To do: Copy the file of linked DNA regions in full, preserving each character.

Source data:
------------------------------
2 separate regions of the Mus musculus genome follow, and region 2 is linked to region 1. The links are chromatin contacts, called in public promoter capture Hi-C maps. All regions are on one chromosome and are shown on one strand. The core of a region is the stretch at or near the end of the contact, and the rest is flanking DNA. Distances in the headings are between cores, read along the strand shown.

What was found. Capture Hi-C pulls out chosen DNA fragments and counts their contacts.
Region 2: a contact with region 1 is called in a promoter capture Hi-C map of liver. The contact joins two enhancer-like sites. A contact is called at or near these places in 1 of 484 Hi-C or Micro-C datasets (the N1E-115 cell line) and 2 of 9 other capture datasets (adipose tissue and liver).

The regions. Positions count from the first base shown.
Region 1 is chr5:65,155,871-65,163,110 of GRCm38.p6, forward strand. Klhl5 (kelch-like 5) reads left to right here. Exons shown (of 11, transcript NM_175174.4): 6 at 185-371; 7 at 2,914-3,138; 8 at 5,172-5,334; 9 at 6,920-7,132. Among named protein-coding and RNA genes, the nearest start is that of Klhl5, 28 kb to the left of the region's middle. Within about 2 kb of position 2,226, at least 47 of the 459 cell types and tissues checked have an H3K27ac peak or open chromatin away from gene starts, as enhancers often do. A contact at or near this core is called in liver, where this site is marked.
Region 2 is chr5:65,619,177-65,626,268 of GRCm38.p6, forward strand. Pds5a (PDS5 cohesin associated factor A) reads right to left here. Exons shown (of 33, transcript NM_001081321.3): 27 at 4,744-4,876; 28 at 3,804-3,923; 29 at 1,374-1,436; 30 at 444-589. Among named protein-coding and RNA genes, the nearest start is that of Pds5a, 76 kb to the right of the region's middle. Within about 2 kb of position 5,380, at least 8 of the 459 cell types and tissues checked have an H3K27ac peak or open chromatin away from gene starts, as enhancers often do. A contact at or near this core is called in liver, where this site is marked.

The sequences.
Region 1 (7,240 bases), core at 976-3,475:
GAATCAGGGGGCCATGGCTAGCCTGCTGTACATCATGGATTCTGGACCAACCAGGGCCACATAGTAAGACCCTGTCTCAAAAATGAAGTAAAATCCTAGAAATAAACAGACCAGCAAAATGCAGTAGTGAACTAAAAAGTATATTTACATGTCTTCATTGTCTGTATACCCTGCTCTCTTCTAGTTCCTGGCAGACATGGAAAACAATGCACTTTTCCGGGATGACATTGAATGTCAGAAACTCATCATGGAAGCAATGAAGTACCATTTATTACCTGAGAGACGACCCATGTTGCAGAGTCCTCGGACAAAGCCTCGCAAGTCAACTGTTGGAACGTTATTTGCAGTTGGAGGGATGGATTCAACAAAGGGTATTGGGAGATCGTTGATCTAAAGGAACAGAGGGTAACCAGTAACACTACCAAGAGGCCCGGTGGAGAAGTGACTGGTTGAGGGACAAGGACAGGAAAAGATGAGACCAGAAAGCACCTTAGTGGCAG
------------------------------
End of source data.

2 separate regions of the Mus musculus genome follow, and region 2 is linked to region 1. The links are chromatin contacts, called in public promoter capture Hi-C maps. All regions are on one chromosome and are shown on one strand. The core of a region is the stretch at or near the end of the contact, and the rest is flanking DNA. Distances in the headings are between cores, read along the strand shown.

What was found. Capture Hi-C pulls out chosen DNA fragments and counts their contacts.
Region 2: a contact with region 1 is called in a promoter capture Hi-C map of liver. The contact joins two enhancer-like sites. A contact is called at or near these places in 1 of 484 Hi-C or Micro-C datasets (the N1E-115 cell line) and 2 of 9 other capture datasets (adipose tissue and liver).

The regions. Positions count from the first base shown.
Region 1 is chr5:65,155,871-65,163,110 of GRCm38.p6, forward strand. Klhl5 (kelch-like 5) reads left to right here. Exons shown (of 11, transcript NM_175174.4): 6 at 185-371; 7 at 2,914-3,138; 8 at 5,172-5,334; 9 at 6,920-7,132. Among named protein-coding and RNA genes, the nearest start is that of Klhl5, 28 kb to the left of the region's middle. Within about 2 kb of position 2,226, at least 47 of the 459 cell types and tissues checked have an H3K27ac peak or open chromatin away from gene starts, as enhancers often do. A contact at or near this core is called in liver, where this site is marked.
Region 2 is chr5:65,619,177-65,626,268 of GRCm38.p6, forward strand. Pds5a (PDS5 cohesin associated factor A) reads right to left here. Exons shown (of 33, transcript NM_001081321.3): 27 at 4,744-4,876; 28 at 3,804-3,923; 29 at 1,374-1,436; 30 at 444-589. Among named protein-coding and RNA genes, the nearest start is that of Pds5a, 76 kb to the right of the region's middle. Within about 2 kb of position 5,380, at least 8 of the 459 cell types and tissues checked have an H3K27ac peak or open chromatin away from gene starts, as enhancers often do. A contact at or near this core is called in liver, where this site is marked.

The sequences.
Region 1 (7,240 bases), core at 976-3,475:
GAATCAGGGGGCCATGGCTAGCCTGCTGTACATCATGGATTCTGGACCAACCAGGGCCACATAGTAAGACCCTGTCTCAAAAATGAAGTAAAATCCTAGAAATAAACAGACCAGCAAAATGCAGTAGTGAACTAAAAAGTATATTTACATGTCTTCATTGTCTGTATACCCTGCTCTCTTCTAGTTCCTGGCAGACATGGAAAACAATGCACTTTTCCGGGATGACATTGAATGTCAGAAACTCATCATGGAAGCAATGAAGTACCATTTATTACCTGAGAGACGACCCATGTTGCAGAGTCCTCGGACAAAGCCTCGCAAGTCAACTGTTGGAACGTTATTTGCAGTTGGAGGGATGGATTCAACAAAGGGTATTGGGAGATCGTTGATCTAAAGGAACAGAGGGTAACCAGTAACACTACCAAGAGGCCCGGTGGAGAAGTGACTGGTTGAGGGACAAGGACAGGAAAAGATGAGACCAGAAAGCACCTTAGTGGCAG